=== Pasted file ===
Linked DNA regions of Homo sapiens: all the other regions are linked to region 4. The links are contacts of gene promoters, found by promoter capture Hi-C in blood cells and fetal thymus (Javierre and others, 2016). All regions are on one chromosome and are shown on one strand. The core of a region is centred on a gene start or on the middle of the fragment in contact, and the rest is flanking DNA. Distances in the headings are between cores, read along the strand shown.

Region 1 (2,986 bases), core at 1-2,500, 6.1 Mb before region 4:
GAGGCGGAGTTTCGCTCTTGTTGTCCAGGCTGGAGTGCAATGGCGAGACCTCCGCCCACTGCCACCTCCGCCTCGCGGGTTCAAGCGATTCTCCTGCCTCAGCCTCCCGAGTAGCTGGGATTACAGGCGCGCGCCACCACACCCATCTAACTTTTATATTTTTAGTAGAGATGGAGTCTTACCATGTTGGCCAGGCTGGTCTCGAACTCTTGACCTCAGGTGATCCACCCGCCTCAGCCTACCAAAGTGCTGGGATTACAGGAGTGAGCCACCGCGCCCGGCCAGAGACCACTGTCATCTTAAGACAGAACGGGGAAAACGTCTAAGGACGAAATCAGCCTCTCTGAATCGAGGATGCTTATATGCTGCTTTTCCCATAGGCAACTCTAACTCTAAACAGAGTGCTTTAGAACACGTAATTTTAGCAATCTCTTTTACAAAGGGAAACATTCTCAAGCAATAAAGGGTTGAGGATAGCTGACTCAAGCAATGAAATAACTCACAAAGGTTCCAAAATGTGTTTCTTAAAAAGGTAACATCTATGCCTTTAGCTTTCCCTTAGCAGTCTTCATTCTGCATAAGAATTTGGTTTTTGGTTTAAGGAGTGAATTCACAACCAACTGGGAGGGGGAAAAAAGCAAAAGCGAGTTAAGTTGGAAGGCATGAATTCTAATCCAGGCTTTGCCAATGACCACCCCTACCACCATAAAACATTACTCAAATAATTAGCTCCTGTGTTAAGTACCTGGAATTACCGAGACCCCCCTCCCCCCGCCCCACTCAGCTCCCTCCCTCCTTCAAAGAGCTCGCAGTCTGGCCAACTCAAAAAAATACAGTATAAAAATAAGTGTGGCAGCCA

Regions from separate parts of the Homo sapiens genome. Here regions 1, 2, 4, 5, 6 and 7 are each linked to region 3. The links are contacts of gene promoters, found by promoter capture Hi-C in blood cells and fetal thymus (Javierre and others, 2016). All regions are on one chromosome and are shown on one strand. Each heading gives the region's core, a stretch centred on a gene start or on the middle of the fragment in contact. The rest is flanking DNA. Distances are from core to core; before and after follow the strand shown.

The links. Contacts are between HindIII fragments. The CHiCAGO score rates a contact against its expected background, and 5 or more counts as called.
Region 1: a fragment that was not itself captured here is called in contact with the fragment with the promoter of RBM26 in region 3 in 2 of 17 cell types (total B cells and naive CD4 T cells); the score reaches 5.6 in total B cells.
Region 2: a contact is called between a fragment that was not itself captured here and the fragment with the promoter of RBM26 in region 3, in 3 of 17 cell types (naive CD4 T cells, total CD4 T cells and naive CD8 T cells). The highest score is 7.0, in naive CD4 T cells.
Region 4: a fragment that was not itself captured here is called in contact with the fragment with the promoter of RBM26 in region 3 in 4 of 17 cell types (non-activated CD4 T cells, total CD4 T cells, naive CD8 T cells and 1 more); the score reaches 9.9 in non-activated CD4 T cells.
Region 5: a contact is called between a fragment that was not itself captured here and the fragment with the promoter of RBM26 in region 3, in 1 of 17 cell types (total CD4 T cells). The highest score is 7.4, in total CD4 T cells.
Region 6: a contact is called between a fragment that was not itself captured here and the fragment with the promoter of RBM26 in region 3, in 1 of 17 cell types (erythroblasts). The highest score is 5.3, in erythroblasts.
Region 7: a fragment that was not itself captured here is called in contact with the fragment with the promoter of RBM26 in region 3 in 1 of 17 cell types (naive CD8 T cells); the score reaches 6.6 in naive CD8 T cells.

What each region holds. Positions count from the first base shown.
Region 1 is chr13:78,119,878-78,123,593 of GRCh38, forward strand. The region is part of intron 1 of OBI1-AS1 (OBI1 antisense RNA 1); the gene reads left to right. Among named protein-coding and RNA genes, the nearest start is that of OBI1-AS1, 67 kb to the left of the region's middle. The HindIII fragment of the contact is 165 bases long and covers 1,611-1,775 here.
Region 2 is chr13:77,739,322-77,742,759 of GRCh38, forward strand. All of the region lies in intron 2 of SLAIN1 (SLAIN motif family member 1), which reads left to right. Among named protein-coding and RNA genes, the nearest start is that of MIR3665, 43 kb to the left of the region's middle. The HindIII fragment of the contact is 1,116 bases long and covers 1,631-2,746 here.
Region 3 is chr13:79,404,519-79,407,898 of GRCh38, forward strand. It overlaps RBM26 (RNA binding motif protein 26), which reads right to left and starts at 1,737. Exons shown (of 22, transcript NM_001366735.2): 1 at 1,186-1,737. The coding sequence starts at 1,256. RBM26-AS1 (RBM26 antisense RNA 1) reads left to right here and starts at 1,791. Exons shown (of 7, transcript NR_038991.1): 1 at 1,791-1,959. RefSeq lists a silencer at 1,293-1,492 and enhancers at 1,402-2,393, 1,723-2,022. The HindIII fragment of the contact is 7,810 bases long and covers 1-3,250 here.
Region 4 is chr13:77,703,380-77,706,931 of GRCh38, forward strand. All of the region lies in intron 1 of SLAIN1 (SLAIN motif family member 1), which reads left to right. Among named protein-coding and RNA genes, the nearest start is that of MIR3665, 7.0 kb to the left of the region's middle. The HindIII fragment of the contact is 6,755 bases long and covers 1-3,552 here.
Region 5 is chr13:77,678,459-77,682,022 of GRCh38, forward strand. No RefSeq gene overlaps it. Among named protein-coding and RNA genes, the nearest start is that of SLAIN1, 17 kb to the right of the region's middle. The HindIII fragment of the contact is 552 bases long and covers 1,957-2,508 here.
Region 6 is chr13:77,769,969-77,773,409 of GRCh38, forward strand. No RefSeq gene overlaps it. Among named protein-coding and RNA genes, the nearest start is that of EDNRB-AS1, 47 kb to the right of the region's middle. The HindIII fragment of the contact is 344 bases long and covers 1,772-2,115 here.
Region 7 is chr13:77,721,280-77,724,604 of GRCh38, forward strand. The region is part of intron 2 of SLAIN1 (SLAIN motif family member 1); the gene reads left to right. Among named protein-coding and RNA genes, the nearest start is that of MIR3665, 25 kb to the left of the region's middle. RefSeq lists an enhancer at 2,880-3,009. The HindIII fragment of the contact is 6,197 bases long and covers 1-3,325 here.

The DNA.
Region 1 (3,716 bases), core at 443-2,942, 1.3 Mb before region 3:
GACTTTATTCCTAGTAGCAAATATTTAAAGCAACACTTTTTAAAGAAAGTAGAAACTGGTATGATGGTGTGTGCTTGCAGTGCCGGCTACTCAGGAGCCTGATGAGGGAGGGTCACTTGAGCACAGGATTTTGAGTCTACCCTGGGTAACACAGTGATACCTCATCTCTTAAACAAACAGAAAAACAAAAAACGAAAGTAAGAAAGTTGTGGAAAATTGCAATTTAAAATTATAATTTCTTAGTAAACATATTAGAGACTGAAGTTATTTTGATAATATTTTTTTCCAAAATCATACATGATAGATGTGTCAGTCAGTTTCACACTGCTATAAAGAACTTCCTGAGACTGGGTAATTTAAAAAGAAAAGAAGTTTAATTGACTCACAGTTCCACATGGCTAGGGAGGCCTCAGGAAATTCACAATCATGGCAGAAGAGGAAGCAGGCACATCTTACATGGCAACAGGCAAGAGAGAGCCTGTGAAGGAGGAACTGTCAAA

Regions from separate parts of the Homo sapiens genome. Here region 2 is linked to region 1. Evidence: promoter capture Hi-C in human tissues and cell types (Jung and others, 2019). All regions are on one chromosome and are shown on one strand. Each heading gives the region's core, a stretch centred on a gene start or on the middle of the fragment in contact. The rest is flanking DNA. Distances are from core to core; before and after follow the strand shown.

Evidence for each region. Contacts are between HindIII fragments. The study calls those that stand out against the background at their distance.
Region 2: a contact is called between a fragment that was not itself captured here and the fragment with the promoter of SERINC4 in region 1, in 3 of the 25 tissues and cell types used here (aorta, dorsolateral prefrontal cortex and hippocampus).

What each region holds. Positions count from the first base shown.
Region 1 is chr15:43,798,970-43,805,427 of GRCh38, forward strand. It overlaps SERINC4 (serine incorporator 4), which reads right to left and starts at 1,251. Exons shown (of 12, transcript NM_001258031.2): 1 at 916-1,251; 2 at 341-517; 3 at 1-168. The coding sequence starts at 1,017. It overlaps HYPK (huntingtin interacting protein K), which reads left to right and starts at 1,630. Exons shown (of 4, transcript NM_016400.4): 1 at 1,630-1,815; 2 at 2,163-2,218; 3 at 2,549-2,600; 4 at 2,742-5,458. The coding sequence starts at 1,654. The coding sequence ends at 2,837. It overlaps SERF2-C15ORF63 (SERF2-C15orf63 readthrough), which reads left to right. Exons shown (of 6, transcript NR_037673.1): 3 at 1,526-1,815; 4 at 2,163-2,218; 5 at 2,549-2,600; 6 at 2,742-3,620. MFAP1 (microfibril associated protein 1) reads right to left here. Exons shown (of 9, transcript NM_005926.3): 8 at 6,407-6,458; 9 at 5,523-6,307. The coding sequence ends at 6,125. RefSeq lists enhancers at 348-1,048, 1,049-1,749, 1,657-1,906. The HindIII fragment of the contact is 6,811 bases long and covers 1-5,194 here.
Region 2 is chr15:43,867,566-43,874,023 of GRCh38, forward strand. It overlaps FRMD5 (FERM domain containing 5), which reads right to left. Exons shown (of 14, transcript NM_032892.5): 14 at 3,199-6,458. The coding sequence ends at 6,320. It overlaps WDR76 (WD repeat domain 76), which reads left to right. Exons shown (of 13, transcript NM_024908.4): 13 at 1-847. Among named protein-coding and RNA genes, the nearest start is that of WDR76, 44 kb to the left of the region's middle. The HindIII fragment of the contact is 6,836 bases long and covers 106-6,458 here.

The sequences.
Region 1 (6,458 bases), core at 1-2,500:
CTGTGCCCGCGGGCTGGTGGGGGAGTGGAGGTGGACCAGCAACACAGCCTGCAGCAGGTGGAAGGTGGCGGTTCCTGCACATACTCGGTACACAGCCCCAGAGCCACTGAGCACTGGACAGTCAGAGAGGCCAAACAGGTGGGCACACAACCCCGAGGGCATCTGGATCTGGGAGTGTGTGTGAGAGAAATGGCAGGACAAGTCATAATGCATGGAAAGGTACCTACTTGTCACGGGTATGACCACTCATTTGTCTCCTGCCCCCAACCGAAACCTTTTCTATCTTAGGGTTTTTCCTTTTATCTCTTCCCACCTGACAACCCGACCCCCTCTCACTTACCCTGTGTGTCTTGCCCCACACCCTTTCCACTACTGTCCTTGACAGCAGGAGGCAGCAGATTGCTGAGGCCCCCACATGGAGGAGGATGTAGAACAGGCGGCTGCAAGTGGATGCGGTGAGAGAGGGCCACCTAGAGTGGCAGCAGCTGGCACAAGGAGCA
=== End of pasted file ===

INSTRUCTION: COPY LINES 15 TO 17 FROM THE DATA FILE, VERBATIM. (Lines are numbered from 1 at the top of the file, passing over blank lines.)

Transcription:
Region 3 is chr13:79,404,519-79,407,898 of GRCh38, forward strand. It overlaps RBM26 (RNA binding motif protein 26), which reads right to left and starts at 1,737. Exons shown (of 22, transcript NM_001366735.2): 1 at 1,186-1,737. The coding sequence starts at 1,256. RBM26-AS1 (RBM26 antisense RNA 1) reads left to right here and starts at 1,791. Exons shown (of 7, transcript NR_038991.1): 1 at 1,791-1,959. RefSeq lists a silencer at 1,293-1,492 and enhancers at 1,402-2,393, 1,723-2,022. The HindIII fragment of the contact is 7,810 bases long and covers 1-3,250 here.
Region 4 is chr13:77,703,380-77,706,931 of GRCh38, forward strand. All of the region lies in intron 1 of SLAIN1 (SLAIN motif family member 1), which reads left to right. Among named protein-coding and RNA genes, the nearest start is that of MIR3665, 7.0 kb to the left of the region's middle. The HindIII fragment of the contact is 6,755 bases long and covers 1-3,552 here.
Region 5 is chr13:77,678,459-77,682,022 of GRCh38, forward strand. No RefSeq gene overlaps it. Among named protein-coding and RNA genes, the nearest start is that of SLAIN1, 17 kb to the right of the region's middle. The HindIII fragment of the contact is 552 bases long and covers 1,957-2,508 here.